/ Xeni Jardin / 11 am Wed, Sep 2 2015
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  • Guatemala's US-backed president faces prison

    Guatemala's US-backed president faces prison

    Guatemala is a place where justice seldom reaches those who deserve it most. But today in Guatemala, something amazing has happened. And they're calling it “Guatemalan Spring.”

    A popular movement led by indigenous and working class people brought justice to the office of the president himself, a man who belongs in prison for self-dealing, and for his part in the mass murders of entire villages full of innocents in the 1980s.

    “Justice can reach anybody” who breaks the law, Guatemalan Attorney General Thelma Aldana said yesterday, speaking to reporters in her office after Congress voted to strip President Otto Pérez Molina of his immunity from prosecution over corruption charges.

    “It is very painful, very worrying that a president in office should be submitted to a criminal trial,” she added.

    A popular movement led by indigenous and working class people brought justice to the office of the president himself, a man who belongs in prison for self-dealing, and for his part in the mass murders of entire villages full of innocents in the 1980s.

    “Justice can reach anybody” who breaks the law, Guatemalan Attorney General Thelma Aldana said yesterday, speaking to reporters in her office after Congress voted to strip President Otto Pérez Molina of his immunity from prosecution over corruption charges.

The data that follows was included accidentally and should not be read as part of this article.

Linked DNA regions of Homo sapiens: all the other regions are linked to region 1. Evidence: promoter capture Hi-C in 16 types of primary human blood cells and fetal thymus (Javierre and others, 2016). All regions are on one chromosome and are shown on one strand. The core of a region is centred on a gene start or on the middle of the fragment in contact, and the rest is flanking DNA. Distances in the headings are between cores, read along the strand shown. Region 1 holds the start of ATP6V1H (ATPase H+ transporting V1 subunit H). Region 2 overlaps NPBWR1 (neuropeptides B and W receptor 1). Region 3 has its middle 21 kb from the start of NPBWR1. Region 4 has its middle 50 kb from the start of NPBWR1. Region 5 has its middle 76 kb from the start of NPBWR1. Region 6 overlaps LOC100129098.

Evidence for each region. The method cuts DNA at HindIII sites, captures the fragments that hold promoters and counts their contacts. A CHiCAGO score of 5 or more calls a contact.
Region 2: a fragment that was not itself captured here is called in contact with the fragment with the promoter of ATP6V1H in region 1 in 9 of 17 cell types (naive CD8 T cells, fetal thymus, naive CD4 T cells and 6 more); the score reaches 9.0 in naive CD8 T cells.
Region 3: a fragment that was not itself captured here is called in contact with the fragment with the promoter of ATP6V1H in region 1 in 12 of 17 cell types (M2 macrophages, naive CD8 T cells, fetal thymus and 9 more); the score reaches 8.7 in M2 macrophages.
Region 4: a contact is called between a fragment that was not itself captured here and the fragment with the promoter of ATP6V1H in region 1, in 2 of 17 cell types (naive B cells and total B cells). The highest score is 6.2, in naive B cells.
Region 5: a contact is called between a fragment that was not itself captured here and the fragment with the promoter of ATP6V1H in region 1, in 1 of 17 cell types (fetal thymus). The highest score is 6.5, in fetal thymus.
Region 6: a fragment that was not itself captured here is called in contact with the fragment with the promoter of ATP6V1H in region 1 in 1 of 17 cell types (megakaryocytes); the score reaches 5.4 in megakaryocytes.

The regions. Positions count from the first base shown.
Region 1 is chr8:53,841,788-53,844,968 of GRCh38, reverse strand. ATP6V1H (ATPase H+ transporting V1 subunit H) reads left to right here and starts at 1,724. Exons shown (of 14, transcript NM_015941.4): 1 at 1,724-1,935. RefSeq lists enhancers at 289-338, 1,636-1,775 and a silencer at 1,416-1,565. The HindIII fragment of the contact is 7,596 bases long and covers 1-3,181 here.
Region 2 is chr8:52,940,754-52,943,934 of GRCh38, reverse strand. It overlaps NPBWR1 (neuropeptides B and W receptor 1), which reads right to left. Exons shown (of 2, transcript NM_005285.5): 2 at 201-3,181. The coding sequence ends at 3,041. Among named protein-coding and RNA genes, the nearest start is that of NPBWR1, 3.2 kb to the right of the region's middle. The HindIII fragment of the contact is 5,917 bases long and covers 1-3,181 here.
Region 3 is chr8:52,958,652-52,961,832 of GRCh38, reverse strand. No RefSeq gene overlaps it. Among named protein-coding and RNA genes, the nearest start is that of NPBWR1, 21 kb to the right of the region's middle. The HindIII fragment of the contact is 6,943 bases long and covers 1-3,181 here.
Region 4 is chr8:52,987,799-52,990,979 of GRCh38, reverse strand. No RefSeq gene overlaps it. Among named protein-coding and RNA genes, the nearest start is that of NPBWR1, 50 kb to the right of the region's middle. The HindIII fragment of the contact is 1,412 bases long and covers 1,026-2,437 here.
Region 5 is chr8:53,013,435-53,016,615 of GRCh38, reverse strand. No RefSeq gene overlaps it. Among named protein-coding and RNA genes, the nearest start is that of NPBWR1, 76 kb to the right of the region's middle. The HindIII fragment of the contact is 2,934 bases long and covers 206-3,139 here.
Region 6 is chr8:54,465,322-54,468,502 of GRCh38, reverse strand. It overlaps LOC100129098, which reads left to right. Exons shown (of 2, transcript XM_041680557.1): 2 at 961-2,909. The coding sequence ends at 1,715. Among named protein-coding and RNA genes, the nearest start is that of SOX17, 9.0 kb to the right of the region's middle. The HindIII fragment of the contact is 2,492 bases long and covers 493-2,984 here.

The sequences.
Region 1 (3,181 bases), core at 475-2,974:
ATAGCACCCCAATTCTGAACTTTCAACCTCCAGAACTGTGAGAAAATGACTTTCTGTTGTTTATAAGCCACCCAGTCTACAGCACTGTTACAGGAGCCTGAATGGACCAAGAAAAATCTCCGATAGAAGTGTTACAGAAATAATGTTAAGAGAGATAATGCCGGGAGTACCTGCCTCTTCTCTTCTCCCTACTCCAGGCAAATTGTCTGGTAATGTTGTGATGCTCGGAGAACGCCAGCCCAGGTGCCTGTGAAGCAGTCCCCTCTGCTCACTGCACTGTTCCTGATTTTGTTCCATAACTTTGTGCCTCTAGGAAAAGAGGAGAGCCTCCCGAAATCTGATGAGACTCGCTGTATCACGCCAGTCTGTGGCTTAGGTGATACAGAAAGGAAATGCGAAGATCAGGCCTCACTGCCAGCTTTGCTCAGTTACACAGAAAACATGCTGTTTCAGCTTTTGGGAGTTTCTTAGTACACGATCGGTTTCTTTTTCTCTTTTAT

“It is very painful, very worrying that a president in office should be submitted to a criminal trial,” she added.

    A popular movement led by indigenous and working class people brought justice to the office of the president himself, a man who belongs in prison for self-dealing, and for his part in the mass murders of entire villages full of innocents in the 1980s.

    “Justice can reach anybody” who breaks the law, Guatemalan Attorney General Thelma Aldana said yesterday, speaking to reporters in her office after Congress voted to strip President Otto Pérez Molina of his immunity from prosecution over corruption charges.

    “It is very painful, very worrying that a president in office should be submitted to a criminal trial,” she added.

    A popular movement led by indigenous and working class people brought justice to the office of the president himself, a man who belongs in prison for self-dealing, and for his part in the mass murders of entire villages full of innocents in the 1980s.

    “Justice can reach anybody” who breaks the law, Guatemalan Attorney General Thelma Aldana said yesterday, speaking to reporters in her office after Congress voted to strip President Otto Pérez Molina of his immunity from prosecution over corruption charges.

    “It is very painful, very worrying that a president in office should be submitted to a criminal trial,” she added.

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